Alumna Maureen Koets wins Fulbright Scholarship

May 28, 2017

 Here in the Honors Office, we truly believe that we have the most incredible alumni. And for this reason, we are especially excited to share the recent accomplishment of Maureen Koets, 2016 graduate of the Honors Program. Koets, who graduated with a history major, German and business minors, and Spanish and French certificates, was extremely involved during her time here at SNC. Post-graduation, this work ethic and drive has only grown, and she has recently been awarded a Fulbright Teaching Assistantship grant. This highly competitive and prestigious award will pay all expenses as Koets spends September 2017 - July 2018 in Bavaria. While abroad, she will be a TA for an English or American Studies program at either a high school or university, and will attend Fulbright Conferences next Spring in Berlin. While still learning all the details and responsibilities that come with her grant, Koets has shared with us a bit about her thoughts and emotions regarding this honor:

 

I feel relief more than anything. Since studying in Germany 2 years ago, I've known that Germany is where I need to live, study, and try to build my future. Visiting again last summer simply confirmed that it's "home" - I've never been so sure of something inexplicable. There's an intuitive urge to run down this unknown path to see what is on the horizon - it has just been a matter of finding my way back to the path.

 

I've had Fulbrights in the back of my mind since high school. I tried to be intentional throughout college to make myself a strong candidate. Even then, I was unsure of actually applying. The process took one year. The wait has been long, dark, and I will say, torturous. Receiving the acceptance letter felt like a weight was lifted off my shoulders and I could finally see my path clearly. l could finally breathe again - a breath of fresh air, brightness, hope. It is immensely gratifying that my efforts, gambles, and sacrifices paid off.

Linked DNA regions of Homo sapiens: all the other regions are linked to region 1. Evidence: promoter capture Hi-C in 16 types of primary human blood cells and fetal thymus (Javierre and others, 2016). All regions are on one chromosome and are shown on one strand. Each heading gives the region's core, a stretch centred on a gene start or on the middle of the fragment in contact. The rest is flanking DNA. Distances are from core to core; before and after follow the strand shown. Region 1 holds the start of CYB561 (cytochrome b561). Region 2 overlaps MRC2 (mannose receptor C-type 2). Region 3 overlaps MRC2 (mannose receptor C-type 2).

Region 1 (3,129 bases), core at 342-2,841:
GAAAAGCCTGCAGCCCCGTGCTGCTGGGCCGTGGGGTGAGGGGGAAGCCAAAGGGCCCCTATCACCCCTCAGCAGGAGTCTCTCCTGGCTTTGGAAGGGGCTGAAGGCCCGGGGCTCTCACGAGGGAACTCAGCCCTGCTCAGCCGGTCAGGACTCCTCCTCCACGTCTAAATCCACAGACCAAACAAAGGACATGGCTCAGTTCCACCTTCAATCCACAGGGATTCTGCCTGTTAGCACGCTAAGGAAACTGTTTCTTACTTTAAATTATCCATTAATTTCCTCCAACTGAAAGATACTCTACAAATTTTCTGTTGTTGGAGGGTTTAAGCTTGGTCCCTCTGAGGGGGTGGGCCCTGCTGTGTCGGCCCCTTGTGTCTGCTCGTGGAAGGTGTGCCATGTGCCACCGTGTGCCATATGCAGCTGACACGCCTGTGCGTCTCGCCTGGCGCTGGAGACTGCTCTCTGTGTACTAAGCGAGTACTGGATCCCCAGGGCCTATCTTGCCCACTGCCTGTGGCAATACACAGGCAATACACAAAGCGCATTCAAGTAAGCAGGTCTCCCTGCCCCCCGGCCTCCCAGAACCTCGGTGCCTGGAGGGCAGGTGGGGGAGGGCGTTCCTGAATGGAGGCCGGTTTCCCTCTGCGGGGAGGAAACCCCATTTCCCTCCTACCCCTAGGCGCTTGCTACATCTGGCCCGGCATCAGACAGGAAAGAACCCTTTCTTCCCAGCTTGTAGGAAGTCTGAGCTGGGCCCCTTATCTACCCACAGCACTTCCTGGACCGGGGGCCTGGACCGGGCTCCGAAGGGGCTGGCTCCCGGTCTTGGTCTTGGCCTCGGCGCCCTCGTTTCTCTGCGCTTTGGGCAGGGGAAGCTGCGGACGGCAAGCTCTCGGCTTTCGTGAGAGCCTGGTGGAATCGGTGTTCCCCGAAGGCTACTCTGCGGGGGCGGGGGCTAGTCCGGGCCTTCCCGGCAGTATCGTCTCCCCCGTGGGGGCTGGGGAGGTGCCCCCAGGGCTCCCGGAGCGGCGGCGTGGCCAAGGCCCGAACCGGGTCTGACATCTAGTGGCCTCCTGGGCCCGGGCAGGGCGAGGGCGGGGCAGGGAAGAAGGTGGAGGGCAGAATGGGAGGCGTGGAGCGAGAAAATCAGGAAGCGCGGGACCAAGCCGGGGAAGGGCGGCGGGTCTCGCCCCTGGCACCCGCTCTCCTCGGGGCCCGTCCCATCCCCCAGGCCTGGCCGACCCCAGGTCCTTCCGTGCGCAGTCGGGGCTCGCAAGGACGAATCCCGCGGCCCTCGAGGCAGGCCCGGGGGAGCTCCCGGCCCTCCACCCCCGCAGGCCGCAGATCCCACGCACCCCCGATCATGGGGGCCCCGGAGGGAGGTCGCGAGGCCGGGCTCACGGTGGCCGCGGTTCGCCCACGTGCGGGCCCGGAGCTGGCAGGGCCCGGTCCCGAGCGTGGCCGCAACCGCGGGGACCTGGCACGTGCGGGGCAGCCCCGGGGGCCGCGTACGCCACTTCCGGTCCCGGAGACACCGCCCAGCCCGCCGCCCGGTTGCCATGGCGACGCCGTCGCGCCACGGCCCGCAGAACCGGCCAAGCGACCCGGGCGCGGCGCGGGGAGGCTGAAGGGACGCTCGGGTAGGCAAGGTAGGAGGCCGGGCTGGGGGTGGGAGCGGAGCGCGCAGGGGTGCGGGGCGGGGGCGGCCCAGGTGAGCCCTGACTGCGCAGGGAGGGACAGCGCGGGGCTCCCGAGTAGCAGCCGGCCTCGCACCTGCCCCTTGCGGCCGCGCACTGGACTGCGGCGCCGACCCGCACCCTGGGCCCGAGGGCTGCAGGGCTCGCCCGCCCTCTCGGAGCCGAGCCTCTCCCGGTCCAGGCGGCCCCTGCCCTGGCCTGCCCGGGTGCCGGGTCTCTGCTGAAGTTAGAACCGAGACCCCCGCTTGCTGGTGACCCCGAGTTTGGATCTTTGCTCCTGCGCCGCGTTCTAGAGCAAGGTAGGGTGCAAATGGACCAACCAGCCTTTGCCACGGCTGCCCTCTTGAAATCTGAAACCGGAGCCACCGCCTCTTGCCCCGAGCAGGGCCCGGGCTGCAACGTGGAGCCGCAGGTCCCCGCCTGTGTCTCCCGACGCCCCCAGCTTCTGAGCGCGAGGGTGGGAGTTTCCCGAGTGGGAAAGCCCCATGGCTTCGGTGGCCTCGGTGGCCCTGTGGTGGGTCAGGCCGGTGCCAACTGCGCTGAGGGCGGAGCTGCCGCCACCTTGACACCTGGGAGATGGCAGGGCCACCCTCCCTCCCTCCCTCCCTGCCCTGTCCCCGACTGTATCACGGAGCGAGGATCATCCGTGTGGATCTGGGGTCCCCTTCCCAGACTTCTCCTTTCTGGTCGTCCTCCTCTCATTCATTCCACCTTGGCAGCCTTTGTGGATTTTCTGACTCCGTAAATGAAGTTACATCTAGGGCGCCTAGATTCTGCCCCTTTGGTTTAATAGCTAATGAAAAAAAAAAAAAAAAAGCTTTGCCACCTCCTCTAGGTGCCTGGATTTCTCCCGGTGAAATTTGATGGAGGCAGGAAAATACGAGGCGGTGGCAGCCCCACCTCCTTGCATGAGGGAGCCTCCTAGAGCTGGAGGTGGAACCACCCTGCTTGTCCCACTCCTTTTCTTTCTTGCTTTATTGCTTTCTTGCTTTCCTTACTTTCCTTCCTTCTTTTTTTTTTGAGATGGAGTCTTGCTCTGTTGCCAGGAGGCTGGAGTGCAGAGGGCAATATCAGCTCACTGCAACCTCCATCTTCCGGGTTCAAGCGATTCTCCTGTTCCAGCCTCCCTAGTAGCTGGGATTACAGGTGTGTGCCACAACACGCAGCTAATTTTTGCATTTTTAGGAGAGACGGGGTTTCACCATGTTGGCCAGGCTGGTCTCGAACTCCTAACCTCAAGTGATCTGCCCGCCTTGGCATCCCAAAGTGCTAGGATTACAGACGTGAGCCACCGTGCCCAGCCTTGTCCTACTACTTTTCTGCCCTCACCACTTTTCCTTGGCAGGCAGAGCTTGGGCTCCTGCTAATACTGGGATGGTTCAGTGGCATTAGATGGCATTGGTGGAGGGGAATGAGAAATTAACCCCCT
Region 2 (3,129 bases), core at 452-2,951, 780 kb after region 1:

Now I'm overwhelmed with the weight of paperwork and an even bigger sense of responsibility. It is an honor to have been chosen as an English/American Studies Teacher - to serve as an ambassador for our country is especially important (and difficult) nowadays. I'm a bit scared, but I know I'm prepared for the challenge.

 

I am excited, and a little daunted too, about the possibilities that this grant opens up. I know already that this will be life-changing. It will be interesting to see the state of things, and the state of myself, on the other end of this experience. Living abroad triggers such a metamorphosis: a terrifyingly beautiful disintegration of a person and their way of thinking, and a rebirth of someone new. I know I've changed a lot just within the last two years, studying for a time in Austria, Germany, and France.

 

Finally, I am so grateful to my community at SNC. Without the help of Dr. Mann and Marcie Paul, especially, I would not have won or even applied for this grant. I thank them for being, and continuing to be, a bulwark of support.

 

For what it is worth, I have a few words of wisdom and encouragement for fellow Honors Students or anyone thinking of doing something uncommonly ambitious:

 

  1. Study abroad. It may be the most challenging, interesting, and transformative experience of your young adulthood. Find other ways to travel and get out of your comfort zone too - volunteer work, signing up for a class you thought you'd never take, learning another language just to see where it leads, etc. Remember that struggles and setbacks are not signs of failure - they are learning opportunities.

  2. Apply for scholarships. Money is out there, you just need to ask for it. If your application is rejected, you're only out a few hours or days of writing. If you win, it could be the easiest hundreds or thousands of dollars you'll earn. Honors Societies are a good place to start the scholarship search. SNC offers several to grads, too. The same principle applies to the job search: fire off job applications, even if you don't get hired for the job you wanted, perhaps your information will be kept on file and you'll be contacted for a different job in the future. Just get yourself out there and be confident.

  3. Tell others about your goals. If you aren't sure what you dream of doing, who do you dream of being? In college, you're surrounded by supportive profs and peers. But share your aspirations with strangers too. "Nothing is free except a little bit of bad advice," but you never know who will have the knowledge or connections to help get you closer to where you want to be.

  4. Lend a hand to others. As you share your success, share in the successes of others. If you are graced with opportunities, generosity, or luck, pay it back by paying it forward. Live "communio."

 

Likewise, if anyone plans on being in Europe within the next year, feel free to reach out! I'd love to meet up with (maybe even host, depending on my housing situation) other SNC people. In the very least, I have travel recommendations for most of Europe's major cities.

 

- Liebe Grüßen. Maureen

 

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